With car chase sequences shot guerrilla style, without permits or road closures, throughout the public streets of Hong Kong late at night, “Motorway” is an action-packed drama that follows in the footsteps of Soi Cheang’s last work, “Accident“. However, instead of shooting fancy cars, the director makes a great effort in focusing on the driving skills and the policemen’s goal in shutting down the legendary getaway driver. He has put the romantic elements aside and chose to focus on more aspects of humanity together with the stunt driving on the narrow roads in the city of Hong Kong. I always say I much prefer a film that achieves relatively modest goals as opposed to setting their heights too high and failing spectacularly. A rookie cop takes on a veteran getaway driver in a motorway showdown. Nothing more, nothing less.
Jensen is a legendary getaway driver, who’s never been caught before his retirement 15 years ago. In addition, Chin Kar Lok’s action direction and his stunt team are deserving of praise — since even someone like myself who is not a car fan was feeling the adrenaline pumping during more than one of Motorway’s many car chase scenes! Nevertheless, the climax of the movie lacks the explosiveness needed as it hardly gives us the impact of the story. Fortunately, fast cars drive around and crash into each other for a third of the runtime, helping with much of the redundant narrative drudgery. The film’s notion that fluidity is cooler than velocity definitely ring true.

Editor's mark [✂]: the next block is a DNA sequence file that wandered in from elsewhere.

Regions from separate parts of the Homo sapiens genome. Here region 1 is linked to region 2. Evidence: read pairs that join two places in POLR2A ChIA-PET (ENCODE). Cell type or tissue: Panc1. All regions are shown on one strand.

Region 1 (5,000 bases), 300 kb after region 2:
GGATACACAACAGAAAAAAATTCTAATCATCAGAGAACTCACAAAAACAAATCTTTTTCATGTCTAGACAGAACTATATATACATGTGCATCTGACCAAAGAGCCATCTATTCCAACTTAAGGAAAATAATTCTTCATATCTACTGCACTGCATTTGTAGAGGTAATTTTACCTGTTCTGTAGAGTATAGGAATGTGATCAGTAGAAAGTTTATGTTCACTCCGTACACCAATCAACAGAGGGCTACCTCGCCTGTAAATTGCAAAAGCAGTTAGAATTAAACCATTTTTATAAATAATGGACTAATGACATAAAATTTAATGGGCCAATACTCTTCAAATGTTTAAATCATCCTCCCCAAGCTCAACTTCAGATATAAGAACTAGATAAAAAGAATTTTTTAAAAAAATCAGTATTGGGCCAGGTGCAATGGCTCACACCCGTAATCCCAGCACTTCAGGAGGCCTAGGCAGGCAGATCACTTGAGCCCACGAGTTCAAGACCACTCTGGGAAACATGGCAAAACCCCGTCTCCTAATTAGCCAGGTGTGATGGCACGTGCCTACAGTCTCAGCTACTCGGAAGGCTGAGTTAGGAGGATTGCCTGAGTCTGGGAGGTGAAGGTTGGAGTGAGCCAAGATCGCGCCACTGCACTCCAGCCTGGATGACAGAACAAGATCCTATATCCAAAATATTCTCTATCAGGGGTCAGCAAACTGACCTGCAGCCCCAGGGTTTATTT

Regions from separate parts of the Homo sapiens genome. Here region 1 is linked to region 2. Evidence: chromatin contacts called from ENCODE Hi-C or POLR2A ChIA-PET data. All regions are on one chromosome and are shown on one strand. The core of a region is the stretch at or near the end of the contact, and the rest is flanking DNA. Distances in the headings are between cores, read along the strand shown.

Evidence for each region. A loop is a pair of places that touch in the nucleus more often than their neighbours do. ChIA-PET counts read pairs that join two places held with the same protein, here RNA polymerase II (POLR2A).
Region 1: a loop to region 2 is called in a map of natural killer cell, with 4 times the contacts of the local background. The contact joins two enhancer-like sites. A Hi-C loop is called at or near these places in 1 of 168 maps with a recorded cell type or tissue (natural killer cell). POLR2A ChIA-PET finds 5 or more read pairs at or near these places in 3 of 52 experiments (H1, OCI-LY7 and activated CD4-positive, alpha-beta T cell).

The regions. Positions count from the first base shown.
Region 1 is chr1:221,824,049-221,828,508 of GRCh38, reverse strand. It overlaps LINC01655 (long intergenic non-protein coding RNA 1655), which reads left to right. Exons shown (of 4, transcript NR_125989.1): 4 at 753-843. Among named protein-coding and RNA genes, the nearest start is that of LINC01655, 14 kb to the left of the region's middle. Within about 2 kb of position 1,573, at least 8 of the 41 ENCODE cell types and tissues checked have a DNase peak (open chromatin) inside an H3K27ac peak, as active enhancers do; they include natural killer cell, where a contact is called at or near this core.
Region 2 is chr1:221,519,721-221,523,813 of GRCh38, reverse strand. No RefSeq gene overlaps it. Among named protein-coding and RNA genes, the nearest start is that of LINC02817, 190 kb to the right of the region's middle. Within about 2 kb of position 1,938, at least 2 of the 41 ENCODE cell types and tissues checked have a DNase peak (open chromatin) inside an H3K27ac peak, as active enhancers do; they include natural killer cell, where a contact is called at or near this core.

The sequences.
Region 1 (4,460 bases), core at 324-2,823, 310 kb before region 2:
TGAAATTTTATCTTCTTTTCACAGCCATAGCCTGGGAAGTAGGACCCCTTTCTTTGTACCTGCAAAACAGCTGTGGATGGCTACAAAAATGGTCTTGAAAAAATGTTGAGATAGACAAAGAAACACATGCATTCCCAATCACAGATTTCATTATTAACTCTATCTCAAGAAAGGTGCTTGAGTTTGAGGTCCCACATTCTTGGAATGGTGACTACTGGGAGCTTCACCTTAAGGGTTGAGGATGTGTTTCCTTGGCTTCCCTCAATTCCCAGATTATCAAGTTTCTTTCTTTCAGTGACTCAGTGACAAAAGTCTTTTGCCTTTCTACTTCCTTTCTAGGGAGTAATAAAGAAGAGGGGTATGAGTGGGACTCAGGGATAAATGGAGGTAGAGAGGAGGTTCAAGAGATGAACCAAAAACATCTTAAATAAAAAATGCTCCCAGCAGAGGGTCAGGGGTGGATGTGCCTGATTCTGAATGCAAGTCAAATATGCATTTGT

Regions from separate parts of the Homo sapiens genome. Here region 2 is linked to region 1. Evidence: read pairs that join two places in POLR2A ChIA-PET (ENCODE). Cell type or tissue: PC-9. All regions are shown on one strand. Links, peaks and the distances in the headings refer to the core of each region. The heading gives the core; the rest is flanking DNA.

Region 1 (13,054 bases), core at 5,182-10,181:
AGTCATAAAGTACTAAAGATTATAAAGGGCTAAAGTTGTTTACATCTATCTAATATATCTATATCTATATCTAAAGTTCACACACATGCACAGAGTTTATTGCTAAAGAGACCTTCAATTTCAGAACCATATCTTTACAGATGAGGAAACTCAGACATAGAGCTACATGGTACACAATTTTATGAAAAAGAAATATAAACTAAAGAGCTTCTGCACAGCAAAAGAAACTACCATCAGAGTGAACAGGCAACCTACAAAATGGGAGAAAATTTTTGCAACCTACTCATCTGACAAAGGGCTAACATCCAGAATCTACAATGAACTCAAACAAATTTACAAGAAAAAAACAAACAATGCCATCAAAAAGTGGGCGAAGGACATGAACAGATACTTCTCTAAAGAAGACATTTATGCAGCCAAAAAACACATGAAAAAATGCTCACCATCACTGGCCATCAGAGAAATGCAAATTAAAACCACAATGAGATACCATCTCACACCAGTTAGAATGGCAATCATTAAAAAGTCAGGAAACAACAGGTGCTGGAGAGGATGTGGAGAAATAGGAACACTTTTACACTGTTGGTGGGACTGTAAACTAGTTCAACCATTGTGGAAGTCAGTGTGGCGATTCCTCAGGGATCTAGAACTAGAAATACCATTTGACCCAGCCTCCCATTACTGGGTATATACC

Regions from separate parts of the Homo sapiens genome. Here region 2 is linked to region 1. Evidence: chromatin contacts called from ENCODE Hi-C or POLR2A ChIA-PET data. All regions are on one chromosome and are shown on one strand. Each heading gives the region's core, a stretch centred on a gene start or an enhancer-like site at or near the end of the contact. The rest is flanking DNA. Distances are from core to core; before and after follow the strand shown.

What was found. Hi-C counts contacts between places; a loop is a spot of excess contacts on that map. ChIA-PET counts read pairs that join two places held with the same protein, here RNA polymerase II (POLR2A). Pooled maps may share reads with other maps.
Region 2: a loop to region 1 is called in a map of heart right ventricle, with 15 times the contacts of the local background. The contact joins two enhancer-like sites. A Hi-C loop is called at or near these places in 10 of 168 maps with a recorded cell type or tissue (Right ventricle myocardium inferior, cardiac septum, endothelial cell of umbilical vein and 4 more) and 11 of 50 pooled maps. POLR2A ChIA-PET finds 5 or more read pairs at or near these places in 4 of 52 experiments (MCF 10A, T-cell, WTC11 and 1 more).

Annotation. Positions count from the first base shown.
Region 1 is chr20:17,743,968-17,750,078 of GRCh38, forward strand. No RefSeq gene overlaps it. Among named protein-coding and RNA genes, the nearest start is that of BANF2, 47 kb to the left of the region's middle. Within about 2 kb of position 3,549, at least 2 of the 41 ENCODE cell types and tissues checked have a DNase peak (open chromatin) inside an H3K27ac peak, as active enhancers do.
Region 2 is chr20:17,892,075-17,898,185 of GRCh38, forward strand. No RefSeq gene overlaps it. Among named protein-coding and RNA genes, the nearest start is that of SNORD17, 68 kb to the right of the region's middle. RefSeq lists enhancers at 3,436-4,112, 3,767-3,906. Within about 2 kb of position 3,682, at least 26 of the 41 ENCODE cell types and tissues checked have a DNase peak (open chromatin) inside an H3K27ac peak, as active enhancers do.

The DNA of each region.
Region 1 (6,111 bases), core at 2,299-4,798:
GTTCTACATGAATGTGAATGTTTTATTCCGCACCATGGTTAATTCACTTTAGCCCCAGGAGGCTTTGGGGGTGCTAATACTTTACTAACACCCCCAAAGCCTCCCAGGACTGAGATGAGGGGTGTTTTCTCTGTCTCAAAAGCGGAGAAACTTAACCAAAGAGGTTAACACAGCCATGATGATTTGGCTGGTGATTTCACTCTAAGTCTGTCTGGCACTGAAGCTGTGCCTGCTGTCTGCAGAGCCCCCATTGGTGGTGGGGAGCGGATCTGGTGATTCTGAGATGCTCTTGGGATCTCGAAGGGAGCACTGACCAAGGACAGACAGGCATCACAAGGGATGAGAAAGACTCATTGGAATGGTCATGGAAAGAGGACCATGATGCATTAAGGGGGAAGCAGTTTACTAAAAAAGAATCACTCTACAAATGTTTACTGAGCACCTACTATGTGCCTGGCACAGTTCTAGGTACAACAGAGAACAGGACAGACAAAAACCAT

Don’t expect some fancy chasing scenes alongside with exclusive cars being crashed like Hollywood typical. Motorway offers those in smaller scale, judging by the intriguing conflicts between charismatic bad guy and sympathetic good guys into simple yet effective dialog exchanges. Cinematographer Yuen Man Fung and Kenny Tse had done some guerrilla-style, shot without permits inside buildings or across streets and highways in night mode. As Sean brags, Jensen breaks out of prison with a fellow inmate and his motives becomes clear: he has let Sean capture him deliberately. The humiliation fires Sean up, and a second showdown beckons. Overall, Motorway is still impressive to watch despite those familiar ideas and conventional styles. Motorway is well directed, produced and possesses some exhilarating car stunts, and when it comes down to it, that’s the point right?
Sure, it may not be in a sense, a ‘good’ movie, but Motorway works because of its slick production values and quality direction. All in all, it is an entertaining and fun movie ride that will most likely satisfy anyone who enjoyed “Initial D“. This is Hong Kong’s answer to the sleek and cool Drive. Ryan Gosling may not be anywhere in sight, but it’s aggressive notes are all the same. This, my friends, is high octane entertainment!